Bolton Local Opposes Pipeline
(August 28, 2014) Bolton Local joins with the Stop the Pipeline/Bolton Group in opposing the expansion of the existing Tennessee Gas pipeline by Kinder Morgan. We oppose the disruption of some of the most pristine rural farm and conservation land in Massachusetts for the installation of a pipeline for which the need is questionable and the ultimate use uncertain, and which poses dangers in the communities through which it is proposed to run. The pipeline may cost taxpayers money, in tariffs that could be passed on to Massachusetts consumers, and in property taxes that affected homeowners must continue to pay, despite the ruination of their property by the pipeline.
Kinder Morgan alleges that the economy will benefit from the project: that jobs will be created and that it will be paying taxes in the communities through which the pipeline will run. However, any jobs that might be created will be temporary, ending when the project is complete. Meanwhile, agricultural businesses across the state may actually lose money because of the pipeline, such as Clarkdale Fruit Farms in Deerfield, whose owner has said that he stands to lose 600 trees if the pipeline intrudes on his property as planned. As for property taxes in affected communities, Kinder Morgan would be obligated to only pay property taxes on a diminishing scale, eventually paying nothing.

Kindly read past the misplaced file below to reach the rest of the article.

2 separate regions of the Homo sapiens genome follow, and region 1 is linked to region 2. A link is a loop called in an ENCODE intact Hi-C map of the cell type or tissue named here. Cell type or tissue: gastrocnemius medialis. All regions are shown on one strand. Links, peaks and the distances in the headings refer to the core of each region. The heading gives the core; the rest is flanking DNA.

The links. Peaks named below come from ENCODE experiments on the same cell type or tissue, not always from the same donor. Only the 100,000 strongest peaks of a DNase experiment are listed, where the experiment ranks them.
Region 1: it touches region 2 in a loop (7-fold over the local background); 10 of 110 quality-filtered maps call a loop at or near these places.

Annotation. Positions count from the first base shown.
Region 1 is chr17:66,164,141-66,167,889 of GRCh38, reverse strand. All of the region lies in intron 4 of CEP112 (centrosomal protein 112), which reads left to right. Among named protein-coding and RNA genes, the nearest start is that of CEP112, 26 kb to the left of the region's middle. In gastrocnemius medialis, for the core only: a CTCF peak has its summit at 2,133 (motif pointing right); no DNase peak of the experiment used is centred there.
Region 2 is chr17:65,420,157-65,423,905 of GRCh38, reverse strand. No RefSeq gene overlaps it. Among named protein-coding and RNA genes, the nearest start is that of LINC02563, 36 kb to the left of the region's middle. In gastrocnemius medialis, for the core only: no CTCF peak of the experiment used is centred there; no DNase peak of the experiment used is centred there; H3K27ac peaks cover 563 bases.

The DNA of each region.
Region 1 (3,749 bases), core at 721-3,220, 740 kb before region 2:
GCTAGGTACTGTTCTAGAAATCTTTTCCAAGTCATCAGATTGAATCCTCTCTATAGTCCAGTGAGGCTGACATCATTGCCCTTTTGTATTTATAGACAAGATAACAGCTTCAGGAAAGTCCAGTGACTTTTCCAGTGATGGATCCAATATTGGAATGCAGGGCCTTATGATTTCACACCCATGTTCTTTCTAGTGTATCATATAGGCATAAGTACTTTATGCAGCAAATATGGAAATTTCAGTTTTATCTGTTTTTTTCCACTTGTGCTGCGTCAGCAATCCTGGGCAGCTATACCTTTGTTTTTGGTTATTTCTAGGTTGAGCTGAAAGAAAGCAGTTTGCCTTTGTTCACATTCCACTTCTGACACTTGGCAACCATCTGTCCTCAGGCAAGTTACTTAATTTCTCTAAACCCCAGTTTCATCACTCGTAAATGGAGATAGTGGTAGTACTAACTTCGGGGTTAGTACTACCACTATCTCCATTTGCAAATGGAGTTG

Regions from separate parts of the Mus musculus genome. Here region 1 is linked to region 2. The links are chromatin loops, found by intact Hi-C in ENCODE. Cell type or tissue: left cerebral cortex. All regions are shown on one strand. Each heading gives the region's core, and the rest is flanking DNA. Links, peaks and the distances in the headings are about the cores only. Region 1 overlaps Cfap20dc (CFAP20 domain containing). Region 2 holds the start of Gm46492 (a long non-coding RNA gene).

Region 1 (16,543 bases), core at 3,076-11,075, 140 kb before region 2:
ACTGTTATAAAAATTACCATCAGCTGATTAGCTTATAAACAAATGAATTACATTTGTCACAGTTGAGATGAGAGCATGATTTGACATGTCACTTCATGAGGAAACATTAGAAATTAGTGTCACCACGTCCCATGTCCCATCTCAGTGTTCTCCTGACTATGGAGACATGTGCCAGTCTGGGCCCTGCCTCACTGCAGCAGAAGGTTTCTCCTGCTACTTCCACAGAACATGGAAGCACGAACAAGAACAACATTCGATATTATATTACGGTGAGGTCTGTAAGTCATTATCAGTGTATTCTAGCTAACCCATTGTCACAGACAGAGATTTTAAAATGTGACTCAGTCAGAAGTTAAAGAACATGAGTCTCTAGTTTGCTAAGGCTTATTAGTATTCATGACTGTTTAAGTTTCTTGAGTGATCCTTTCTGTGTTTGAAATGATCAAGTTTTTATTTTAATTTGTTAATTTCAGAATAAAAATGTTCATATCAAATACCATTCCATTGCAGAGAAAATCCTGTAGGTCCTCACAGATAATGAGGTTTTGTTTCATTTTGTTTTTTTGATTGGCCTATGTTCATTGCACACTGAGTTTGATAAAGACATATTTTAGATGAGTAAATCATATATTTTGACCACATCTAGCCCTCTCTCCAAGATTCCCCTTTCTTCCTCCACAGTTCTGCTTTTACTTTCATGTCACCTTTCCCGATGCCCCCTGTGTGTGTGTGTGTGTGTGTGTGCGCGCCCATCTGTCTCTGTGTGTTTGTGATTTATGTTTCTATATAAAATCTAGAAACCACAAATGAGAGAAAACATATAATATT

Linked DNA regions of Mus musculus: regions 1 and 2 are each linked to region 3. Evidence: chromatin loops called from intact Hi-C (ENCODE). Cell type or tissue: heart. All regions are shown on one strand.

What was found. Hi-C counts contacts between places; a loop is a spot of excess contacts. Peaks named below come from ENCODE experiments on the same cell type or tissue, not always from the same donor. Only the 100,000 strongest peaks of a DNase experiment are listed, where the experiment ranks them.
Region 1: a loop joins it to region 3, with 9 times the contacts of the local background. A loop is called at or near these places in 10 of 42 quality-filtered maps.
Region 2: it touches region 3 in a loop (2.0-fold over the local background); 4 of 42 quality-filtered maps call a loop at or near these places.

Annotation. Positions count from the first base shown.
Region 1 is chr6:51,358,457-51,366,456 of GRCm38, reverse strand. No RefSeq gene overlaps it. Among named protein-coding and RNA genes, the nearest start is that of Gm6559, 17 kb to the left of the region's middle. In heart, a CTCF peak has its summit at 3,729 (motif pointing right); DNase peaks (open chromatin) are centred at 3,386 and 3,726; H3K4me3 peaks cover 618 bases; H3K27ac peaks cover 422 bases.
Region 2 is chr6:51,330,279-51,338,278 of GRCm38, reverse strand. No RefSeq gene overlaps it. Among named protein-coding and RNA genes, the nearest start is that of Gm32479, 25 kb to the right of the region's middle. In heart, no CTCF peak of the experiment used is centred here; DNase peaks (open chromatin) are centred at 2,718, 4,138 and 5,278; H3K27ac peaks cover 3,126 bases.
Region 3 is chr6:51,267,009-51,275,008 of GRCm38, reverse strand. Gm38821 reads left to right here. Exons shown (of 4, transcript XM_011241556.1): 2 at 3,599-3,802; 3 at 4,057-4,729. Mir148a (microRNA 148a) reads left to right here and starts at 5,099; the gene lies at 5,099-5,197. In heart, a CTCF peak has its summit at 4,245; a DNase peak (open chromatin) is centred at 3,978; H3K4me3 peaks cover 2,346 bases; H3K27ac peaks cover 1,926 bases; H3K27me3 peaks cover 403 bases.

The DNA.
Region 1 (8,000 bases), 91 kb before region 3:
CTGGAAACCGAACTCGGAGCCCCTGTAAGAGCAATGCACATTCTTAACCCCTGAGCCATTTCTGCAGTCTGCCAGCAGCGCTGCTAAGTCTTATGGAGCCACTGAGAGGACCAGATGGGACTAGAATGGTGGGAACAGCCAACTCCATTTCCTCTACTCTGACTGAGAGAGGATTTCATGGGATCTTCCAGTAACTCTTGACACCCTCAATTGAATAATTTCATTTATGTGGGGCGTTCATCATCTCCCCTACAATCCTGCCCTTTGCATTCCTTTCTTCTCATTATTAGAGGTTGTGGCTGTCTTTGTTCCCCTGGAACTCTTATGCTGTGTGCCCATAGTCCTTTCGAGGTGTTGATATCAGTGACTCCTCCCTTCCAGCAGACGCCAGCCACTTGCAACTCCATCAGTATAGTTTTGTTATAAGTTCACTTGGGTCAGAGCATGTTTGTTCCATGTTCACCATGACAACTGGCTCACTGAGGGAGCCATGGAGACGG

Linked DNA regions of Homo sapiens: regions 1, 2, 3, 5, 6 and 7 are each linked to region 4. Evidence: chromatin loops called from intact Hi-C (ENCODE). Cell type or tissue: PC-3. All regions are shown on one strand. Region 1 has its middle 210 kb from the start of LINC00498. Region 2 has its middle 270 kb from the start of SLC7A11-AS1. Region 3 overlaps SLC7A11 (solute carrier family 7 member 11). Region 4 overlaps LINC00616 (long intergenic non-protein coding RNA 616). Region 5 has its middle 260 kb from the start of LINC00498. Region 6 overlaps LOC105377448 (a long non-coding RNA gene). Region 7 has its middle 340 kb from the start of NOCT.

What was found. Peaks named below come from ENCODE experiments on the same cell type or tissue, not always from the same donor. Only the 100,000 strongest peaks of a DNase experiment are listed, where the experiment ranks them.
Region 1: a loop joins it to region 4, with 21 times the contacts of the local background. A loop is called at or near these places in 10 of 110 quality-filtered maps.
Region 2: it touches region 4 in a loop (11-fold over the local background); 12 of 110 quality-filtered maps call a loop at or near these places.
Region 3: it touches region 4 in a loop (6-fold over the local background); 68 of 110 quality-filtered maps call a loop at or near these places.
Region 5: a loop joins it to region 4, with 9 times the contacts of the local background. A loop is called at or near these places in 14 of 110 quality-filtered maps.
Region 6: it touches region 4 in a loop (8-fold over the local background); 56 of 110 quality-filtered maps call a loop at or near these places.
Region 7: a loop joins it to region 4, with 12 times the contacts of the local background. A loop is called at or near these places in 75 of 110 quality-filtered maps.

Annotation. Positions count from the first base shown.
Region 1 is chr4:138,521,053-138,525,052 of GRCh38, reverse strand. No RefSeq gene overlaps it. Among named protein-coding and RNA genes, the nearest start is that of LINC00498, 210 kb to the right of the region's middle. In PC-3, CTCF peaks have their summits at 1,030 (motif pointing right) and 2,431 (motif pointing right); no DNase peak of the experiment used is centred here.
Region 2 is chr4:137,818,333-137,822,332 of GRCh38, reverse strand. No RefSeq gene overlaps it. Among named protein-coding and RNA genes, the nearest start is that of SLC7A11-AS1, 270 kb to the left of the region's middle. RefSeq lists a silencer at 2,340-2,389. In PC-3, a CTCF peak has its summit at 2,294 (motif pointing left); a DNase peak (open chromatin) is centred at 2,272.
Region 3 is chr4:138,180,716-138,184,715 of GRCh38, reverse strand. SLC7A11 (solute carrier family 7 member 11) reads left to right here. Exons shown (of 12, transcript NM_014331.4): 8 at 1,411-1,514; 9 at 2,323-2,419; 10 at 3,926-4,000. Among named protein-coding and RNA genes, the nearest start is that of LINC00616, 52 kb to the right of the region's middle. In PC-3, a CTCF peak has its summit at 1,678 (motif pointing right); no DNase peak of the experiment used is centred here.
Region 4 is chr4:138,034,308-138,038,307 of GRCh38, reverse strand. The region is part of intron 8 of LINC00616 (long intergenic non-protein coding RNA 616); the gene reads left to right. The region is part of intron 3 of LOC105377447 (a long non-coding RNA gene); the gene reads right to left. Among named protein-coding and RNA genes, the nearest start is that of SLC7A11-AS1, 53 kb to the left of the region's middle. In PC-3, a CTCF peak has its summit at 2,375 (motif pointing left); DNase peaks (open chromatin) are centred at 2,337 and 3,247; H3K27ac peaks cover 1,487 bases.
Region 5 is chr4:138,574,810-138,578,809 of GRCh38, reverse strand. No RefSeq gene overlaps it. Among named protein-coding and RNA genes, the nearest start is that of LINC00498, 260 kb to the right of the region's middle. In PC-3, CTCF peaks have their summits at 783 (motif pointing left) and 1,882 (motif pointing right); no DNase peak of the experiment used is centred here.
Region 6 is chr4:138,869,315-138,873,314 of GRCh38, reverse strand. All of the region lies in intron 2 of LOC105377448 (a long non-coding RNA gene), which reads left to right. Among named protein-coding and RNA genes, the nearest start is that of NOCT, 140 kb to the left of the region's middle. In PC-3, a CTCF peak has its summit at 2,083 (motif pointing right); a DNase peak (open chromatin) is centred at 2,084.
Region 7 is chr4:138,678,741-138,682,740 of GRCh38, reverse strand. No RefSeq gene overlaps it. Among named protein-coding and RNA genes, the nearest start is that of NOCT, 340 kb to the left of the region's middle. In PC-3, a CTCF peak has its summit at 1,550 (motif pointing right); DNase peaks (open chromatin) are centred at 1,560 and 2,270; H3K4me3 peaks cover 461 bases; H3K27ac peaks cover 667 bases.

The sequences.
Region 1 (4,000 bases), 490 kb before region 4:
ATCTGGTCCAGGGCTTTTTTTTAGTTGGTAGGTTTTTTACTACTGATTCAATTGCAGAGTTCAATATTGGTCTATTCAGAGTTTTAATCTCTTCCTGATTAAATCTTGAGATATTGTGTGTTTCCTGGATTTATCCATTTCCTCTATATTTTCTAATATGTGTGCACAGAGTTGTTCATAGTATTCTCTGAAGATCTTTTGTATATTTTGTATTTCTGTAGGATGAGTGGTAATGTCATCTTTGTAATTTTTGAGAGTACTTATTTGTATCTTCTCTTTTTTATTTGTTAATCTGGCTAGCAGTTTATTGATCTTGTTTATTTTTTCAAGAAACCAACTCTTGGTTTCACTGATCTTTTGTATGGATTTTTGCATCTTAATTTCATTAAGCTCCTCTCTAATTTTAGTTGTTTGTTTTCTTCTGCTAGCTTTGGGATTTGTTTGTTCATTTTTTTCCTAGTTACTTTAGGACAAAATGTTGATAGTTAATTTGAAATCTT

The list of issues surrounding the pipeline is long and complex. Among the questions and concerns are:
Residents would like to understand how the need for the pipeline was justified in the first place.
The gas traveling through the proposed pipeline will not benefit Bolton residents, and there is a strong likelihood that a large percentage of it will actually end up in the overseas market.
Consumer energy conservation and fixing the leaks along the existing pipeline would help obviate the need for expansion.
The gas to be transported along the pipeline is derived from fracking, a process that involves using millions of gallons of water—along with “fracking fluid” comprising a combination of up to 600 different chemicals—to force deposits of gas out of underground rock formations. The resulting gas is believed to be more volatile, making the risk of explosions from leaks of greater concern.
Fracking releases a significant amount of greenhouse gases into the atmosphere in all stages of the process, gases believed to play a major role in climate change. Although no fracking will take place in Massachusetts, installation of the pipeline would enable and encourage increased fracking at its source.